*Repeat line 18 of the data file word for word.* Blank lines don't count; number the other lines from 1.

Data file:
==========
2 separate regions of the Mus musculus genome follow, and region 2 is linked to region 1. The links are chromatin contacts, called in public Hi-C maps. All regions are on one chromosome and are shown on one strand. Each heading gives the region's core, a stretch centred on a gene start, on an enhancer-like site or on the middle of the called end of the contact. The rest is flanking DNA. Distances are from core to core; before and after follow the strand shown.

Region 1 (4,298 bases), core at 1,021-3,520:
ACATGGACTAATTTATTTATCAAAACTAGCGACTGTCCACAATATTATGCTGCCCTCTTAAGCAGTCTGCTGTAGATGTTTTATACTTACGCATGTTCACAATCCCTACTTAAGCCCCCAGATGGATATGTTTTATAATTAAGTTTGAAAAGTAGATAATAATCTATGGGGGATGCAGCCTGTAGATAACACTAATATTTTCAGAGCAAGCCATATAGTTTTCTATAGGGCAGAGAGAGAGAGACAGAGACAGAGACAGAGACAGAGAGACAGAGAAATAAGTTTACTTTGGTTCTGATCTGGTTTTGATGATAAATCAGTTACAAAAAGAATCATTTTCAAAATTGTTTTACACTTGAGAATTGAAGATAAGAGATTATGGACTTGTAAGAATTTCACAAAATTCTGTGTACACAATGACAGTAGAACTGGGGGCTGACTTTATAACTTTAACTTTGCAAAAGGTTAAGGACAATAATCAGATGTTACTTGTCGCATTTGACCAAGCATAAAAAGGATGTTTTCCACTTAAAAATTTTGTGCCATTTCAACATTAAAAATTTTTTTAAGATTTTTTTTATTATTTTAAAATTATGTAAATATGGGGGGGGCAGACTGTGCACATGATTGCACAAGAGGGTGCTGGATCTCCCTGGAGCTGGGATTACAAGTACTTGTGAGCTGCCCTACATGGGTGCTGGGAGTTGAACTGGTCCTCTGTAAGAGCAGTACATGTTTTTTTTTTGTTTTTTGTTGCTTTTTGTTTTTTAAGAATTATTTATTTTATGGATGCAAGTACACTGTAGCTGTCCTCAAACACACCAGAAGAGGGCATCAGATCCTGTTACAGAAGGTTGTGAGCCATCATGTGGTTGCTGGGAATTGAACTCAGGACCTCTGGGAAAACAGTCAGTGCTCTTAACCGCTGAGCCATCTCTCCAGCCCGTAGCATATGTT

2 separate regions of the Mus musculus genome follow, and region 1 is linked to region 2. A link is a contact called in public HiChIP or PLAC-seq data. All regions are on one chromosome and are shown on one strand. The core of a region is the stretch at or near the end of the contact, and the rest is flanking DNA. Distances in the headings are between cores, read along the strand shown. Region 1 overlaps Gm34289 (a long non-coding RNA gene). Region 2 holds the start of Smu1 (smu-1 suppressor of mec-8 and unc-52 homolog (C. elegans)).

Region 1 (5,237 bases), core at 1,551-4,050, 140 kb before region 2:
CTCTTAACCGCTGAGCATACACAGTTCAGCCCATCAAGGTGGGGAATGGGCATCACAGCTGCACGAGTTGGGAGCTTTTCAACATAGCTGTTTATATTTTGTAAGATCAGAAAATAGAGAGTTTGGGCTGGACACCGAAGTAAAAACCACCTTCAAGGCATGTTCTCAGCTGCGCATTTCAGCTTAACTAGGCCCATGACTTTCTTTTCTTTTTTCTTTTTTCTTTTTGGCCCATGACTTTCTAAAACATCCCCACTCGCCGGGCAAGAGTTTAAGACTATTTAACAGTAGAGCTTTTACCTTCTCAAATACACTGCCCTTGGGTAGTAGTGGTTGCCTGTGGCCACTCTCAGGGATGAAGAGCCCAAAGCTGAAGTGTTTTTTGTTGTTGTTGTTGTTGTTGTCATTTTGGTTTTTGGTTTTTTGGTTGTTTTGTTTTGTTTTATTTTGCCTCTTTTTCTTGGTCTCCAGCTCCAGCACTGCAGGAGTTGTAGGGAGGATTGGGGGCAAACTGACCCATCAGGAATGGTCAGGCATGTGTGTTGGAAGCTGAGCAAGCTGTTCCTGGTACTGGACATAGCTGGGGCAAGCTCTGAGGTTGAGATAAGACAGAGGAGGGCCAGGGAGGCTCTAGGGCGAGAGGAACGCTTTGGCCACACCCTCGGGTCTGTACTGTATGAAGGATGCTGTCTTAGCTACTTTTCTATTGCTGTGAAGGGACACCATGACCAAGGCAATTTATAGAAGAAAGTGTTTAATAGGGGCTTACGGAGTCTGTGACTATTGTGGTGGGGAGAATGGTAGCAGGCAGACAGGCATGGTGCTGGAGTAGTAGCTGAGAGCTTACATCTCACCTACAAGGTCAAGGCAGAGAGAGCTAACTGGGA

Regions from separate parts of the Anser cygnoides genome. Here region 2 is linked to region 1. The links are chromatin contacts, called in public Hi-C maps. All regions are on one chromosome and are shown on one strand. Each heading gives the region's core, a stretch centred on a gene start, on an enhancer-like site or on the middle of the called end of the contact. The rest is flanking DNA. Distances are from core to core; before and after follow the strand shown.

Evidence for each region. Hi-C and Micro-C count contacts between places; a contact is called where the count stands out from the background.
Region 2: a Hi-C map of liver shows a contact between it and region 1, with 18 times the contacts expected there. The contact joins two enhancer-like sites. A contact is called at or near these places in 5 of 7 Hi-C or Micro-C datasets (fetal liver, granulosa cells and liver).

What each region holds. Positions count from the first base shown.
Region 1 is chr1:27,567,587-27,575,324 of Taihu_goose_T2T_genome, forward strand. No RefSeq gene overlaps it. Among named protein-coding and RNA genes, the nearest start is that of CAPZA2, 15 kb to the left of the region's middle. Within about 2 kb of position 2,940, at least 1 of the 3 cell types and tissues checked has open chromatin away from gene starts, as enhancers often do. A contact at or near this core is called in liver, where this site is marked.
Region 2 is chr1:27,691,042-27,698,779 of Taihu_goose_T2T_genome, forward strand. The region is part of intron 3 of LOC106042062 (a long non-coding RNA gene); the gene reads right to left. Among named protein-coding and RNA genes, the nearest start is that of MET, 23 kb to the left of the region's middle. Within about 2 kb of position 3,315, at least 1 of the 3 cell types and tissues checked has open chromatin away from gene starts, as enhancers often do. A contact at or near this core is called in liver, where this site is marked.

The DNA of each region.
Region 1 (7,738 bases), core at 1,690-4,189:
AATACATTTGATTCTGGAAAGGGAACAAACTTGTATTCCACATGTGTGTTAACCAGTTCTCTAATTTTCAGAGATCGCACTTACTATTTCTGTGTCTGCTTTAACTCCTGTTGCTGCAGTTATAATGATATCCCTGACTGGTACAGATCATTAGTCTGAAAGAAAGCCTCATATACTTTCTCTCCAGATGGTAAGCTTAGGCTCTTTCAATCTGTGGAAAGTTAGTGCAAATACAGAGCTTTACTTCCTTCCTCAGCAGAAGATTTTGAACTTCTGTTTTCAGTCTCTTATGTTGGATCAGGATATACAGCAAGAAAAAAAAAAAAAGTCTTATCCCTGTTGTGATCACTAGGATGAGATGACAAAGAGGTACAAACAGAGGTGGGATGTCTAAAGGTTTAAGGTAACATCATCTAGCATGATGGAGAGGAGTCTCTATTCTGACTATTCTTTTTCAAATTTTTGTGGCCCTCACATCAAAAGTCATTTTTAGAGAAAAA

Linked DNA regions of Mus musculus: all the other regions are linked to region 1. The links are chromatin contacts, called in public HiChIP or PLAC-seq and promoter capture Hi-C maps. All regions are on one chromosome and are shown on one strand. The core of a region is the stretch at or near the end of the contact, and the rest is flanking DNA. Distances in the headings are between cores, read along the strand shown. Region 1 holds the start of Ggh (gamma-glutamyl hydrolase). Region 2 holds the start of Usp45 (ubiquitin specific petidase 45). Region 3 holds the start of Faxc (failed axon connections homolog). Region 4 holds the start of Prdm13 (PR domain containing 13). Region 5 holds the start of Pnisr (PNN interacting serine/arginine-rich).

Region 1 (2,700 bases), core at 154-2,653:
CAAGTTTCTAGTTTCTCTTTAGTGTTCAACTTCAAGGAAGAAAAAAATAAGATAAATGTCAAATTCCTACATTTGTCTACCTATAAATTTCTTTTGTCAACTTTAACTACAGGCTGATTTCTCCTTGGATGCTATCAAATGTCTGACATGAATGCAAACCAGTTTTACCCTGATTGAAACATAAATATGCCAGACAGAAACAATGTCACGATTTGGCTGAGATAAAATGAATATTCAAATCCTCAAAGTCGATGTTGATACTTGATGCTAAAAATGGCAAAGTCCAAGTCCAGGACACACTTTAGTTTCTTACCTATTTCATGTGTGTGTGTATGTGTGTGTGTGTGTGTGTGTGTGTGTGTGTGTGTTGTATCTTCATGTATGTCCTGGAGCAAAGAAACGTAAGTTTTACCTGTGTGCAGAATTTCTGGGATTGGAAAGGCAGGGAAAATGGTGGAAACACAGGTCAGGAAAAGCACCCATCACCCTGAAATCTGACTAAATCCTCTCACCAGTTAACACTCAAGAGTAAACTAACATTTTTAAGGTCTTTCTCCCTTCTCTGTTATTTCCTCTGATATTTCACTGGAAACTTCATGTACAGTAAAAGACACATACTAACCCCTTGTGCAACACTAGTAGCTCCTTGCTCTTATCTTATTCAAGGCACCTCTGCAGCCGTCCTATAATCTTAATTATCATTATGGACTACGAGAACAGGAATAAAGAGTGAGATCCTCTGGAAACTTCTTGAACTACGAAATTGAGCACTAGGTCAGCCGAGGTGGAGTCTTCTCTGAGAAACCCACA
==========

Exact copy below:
CAAGTTTCTAGTTTCTCTTTAGTGTTCAACTTCAAGGAAGAAAAAAATAAGATAAATGTCAAATTCCTACATTTGTCTACCTATAAATTTCTTTTGTCAACTTTAACTACAGGCTGATTTCTCCTTGGATGCTATCAAATGTCTGACATGAATGCAAACCAGTTTTACCCTGATTGAAACATAAATATGCCAGACAGAAACAATGTCACGATTTGGCTGAGATAAAATGAATATTCAAATCCTCAAAGTCGATGTTGATACTTGATGCTAAAAATGGCAAAGTCCAAGTCCAGGACACACTTTAGTTTCTTACCTATTTCATGTGTGTGTGTATGTGTGTGTGTGTGTGTGTGTGTGTGTGTGTGTGTTGTATCTTCATGTATGTCCTGGAGCAAAGAAACGTAAGTTTTACCTGTGTGCAGAATTTCTGGGATTGGAAAGGCAGGGAAAATGGTGGAAACACAGGTCAGGAAAAGCACCCATCACCCTGAAATCTGACTAAATCCTCTCACCAGTTAACACTCAAGAGTAAACTAACATTTTTAAGGTCTTTCTCCCTTCTCTGTTATTTCCTCTGATATTTCACTGGAAACTTCATGTACAGTAAAAGACACATACTAACCCCTTGTGCAACACTAGTAGCTCCTTGCTCTTATCTTATTCAAGGCACCTCTGCAGCCGTCCTATAATCTTAATTATCATTATGGACTACGAGAACAGGAATAAAGAGTGAGATCCTCTGGAAACTTCTTGAACTACGAAATTGAGCACTAGGTCAGCCGAGGTGGAGTCTTCTCTGAGAAACCCACA